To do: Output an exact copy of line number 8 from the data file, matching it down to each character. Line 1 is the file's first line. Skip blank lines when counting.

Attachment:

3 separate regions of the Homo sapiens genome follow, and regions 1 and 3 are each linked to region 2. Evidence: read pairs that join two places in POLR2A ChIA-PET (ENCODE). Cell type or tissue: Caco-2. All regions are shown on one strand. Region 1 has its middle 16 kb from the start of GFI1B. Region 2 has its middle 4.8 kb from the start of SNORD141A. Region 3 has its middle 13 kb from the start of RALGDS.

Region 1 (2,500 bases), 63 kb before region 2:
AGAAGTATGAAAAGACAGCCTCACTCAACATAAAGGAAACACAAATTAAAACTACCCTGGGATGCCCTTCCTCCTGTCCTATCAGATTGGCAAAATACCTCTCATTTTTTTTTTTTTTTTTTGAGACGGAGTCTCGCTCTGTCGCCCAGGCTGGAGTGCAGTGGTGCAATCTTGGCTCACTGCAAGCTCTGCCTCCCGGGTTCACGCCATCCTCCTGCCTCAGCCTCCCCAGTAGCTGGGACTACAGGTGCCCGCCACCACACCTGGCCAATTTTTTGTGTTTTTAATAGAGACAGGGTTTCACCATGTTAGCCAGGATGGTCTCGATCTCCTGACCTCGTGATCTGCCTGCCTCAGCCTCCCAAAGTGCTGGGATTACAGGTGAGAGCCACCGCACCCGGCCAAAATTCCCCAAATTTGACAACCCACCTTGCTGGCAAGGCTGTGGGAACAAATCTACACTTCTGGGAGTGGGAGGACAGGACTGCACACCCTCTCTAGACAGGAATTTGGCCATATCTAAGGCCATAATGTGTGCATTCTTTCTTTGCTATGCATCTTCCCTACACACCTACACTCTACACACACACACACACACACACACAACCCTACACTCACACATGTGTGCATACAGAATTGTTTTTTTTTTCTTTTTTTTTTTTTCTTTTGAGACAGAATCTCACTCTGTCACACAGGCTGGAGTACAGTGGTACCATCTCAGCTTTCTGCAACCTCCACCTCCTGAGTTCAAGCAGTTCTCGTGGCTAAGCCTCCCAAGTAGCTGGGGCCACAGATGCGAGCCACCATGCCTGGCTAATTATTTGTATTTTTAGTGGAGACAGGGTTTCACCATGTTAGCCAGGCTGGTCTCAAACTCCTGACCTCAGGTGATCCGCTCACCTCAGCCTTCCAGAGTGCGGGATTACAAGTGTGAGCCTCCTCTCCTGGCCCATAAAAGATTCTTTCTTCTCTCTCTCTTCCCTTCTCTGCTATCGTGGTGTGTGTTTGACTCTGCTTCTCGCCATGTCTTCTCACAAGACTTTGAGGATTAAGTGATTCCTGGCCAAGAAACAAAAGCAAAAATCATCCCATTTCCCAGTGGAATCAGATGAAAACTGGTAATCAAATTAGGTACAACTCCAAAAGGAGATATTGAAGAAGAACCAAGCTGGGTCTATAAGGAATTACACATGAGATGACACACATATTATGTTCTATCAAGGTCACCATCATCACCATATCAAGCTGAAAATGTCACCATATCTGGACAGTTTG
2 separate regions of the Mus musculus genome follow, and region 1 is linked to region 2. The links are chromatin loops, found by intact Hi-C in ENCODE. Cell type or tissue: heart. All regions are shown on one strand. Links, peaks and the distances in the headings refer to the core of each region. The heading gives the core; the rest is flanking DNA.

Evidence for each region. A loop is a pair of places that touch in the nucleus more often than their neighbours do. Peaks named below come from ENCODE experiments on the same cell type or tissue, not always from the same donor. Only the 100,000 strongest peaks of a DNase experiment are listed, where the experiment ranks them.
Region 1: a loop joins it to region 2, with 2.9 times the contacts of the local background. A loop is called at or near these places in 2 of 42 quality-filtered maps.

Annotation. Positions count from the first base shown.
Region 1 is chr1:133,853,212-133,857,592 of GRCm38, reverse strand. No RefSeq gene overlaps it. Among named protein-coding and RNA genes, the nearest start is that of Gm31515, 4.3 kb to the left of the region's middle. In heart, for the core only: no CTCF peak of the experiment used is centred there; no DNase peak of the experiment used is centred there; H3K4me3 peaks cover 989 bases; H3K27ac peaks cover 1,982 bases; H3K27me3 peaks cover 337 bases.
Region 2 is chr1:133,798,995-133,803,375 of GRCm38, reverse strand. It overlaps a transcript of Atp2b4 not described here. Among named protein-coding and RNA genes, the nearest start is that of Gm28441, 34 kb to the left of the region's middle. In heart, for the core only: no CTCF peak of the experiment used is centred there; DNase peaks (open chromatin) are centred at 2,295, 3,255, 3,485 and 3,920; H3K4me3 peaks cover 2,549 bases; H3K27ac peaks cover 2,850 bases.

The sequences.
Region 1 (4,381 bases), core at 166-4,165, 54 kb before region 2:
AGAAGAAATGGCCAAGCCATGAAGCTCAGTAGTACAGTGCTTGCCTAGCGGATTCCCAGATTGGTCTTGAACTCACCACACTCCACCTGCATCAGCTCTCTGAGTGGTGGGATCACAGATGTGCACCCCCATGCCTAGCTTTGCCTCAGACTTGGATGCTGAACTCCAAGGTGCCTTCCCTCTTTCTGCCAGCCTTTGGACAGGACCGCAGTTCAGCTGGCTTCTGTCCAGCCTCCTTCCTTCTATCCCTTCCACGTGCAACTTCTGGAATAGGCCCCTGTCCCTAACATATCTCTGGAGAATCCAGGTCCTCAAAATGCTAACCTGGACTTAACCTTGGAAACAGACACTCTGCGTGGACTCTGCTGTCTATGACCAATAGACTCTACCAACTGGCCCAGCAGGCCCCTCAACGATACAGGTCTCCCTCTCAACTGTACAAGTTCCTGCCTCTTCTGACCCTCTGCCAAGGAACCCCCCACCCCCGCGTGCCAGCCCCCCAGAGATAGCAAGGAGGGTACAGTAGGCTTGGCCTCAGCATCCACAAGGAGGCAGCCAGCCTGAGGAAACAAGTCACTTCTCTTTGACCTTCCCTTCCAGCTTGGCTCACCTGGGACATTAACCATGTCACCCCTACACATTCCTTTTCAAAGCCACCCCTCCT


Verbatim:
Region 1 is chr1:133,853,212-133,857,592 of GRCm38, reverse strand. No RefSeq gene overlaps it. Among named protein-coding and RNA genes, the nearest start is that of Gm31515, 4.3 kb to the left of the region's middle. In heart, for the core only: no CTCF peak of the experiment used is centred there; no DNase peak of the experiment used is centred there; H3K4me3 peaks cover 989 bases; H3K27ac peaks cover 1,982 bases; H3K27me3 peaks cover 337 bases.